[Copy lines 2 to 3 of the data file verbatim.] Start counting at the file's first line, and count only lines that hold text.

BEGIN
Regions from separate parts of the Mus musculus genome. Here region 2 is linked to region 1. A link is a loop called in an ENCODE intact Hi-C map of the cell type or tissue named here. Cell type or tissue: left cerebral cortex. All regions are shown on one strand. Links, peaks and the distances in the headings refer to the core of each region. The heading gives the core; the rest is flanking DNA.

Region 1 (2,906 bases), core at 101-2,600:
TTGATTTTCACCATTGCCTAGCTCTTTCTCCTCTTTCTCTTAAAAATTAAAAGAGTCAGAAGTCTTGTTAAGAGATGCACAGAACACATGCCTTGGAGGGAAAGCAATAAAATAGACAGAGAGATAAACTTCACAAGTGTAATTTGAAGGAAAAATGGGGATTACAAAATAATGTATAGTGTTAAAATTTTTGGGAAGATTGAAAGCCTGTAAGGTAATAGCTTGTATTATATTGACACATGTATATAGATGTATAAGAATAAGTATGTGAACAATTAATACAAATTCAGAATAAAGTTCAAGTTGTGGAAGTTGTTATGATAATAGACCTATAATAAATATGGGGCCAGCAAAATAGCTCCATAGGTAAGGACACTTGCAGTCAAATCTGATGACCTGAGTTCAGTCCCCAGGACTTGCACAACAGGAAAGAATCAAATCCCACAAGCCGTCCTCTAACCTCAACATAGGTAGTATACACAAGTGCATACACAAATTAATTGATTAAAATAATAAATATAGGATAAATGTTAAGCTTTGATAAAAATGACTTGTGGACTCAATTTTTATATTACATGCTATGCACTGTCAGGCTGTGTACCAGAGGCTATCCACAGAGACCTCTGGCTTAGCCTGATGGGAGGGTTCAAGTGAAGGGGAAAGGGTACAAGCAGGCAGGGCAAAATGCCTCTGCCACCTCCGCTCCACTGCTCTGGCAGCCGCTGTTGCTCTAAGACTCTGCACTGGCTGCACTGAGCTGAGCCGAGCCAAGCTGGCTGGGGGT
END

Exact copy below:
Region 1 (2,906 bases), core at 101-2,600:
TTGATTTTCACCATTGCCTAGCTCTTTCTCCTCTTTCTCTTAAAAATTAAAAGAGTCAGAAGTCTTGTTAAGAGATGCACAGAACACATGCCTTGGAGGGAAAGCAATAAAATAGACAGAGAGATAAACTTCACAAGTGTAATTTGAAGGAAAAATGGGGATTACAAAATAATGTATAGTGTTAAAATTTTTGGGAAGATTGAAAGCCTGTAAGGTAATAGCTTGTATTATATTGACACATGTATATAGATGTATAAGAATAAGTATGTGAACAATTAATACAAATTCAGAATAAAGTTCAAGTTGTGGAAGTTGTTATGATAATAGACCTATAATAAATATGGGGCCAGCAAAATAGCTCCATAGGTAAGGACACTTGCAGTCAAATCTGATGACCTGAGTTCAGTCCCCAGGACTTGCACAACAGGAAAGAATCAAATCCCACAAGCCGTCCTCTAACCTCAACATAGGTAGTATACACAAGTGCATACACAAATTAATTGATTAAAATAATAAATATAGGATAAATGTTAAGCTTTGATAAAAATGACTTGTGGACTCAATTTTTATATTACATGCTATGCACTGTCAGGCTGTGTACCAGAGGCTATCCACAGAGACCTCTGGCTTAGCCTGATGGGAGGGTTCAAGTGAAGGGGAAAGGGTACAAGCAGGCAGGGCAAAATGCCTCTGCCACCTCCGCTCCACTGCTCTGGCAGCCGCTGTTGCTCTAAGACTCTGCACTGGCTGCACTGAGCTGAGCCGAGCCAAGCTGGCTGGGGGT